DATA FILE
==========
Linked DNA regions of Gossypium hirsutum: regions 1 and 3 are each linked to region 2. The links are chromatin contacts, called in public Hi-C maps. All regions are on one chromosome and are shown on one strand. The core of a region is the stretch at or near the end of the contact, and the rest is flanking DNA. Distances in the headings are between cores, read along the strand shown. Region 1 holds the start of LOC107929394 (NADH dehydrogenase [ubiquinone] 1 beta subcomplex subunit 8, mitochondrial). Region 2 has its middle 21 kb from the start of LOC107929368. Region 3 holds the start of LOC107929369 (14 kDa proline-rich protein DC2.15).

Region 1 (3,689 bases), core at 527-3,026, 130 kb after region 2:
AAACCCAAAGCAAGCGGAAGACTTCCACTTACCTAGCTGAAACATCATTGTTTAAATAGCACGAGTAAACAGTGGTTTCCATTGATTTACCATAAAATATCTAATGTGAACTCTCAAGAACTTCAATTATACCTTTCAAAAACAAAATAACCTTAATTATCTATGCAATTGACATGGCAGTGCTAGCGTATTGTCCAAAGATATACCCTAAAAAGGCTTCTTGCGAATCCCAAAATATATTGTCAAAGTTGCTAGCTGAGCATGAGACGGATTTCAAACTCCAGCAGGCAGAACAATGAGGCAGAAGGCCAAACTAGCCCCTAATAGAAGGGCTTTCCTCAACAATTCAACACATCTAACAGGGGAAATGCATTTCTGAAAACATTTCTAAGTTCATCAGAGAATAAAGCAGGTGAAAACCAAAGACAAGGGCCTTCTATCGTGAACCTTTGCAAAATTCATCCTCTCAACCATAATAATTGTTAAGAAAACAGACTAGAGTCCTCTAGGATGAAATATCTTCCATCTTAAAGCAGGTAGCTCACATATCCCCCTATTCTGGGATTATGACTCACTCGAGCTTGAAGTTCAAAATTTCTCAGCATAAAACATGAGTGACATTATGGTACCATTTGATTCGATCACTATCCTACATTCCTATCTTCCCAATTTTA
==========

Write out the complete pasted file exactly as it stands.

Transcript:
Linked DNA regions of Gossypium hirsutum: regions 1 and 3 are each linked to region 2. The links are chromatin contacts, called in public Hi-C maps. All regions are on one chromosome and are shown on one strand. The core of a region is the stretch at or near the end of the contact, and the rest is flanking DNA. Distances in the headings are between cores, read along the strand shown. Region 1 holds the start of LOC107929394 (NADH dehydrogenase [ubiquinone] 1 beta subcomplex subunit 8, mitochondrial). Region 2 has its middle 21 kb from the start of LOC107929368. Region 3 holds the start of LOC107929369 (14 kDa proline-rich protein DC2.15).

Region 1 (3,689 bases), core at 527-3,026, 130 kb after region 2:
AAACCCAAAGCAAGCGGAAGACTTCCACTTACCTAGCTGAAACATCATTGTTTAAATAGCACGAGTAAACAGTGGTTTCCATTGATTTACCATAAAATATCTAATGTGAACTCTCAAGAACTTCAATTATACCTTTCAAAAACAAAATAACCTTAATTATCTATGCAATTGACATGGCAGTGCTAGCGTATTGTCCAAAGATATACCCTAAAAAGGCTTCTTGCGAATCCCAAAATATATTGTCAAAGTTGCTAGCTGAGCATGAGACGGATTTCAAACTCCAGCAGGCAGAACAATGAGGCAGAAGGCCAAACTAGCCCCTAATAGAAGGGCTTTCCTCAACAATTCAACACATCTAACAGGGGAAATGCATTTCTGAAAACATTTCTAAGTTCATCAGAGAATAAAGCAGGTGAAAACCAAAGACAAGGGCCTTCTATCGTGAACCTTTGCAAAATTCATCCTCTCAACCATAATAATTGTTAAGAAAACAGACTAGAGTCCTCTAGGATGAAATATCTTCCATCTTAAAGCAGGTAGCTCACATATCCCCCTATTCTGGGATTATGACTCACTCGAGCTTGAAGTTCAAAATTTCTCAGCATAAAACATGAGTGACATTATGGTACCATTTGATTCGATCACTATCCTACATTCCTATCTTCCCAATTTTA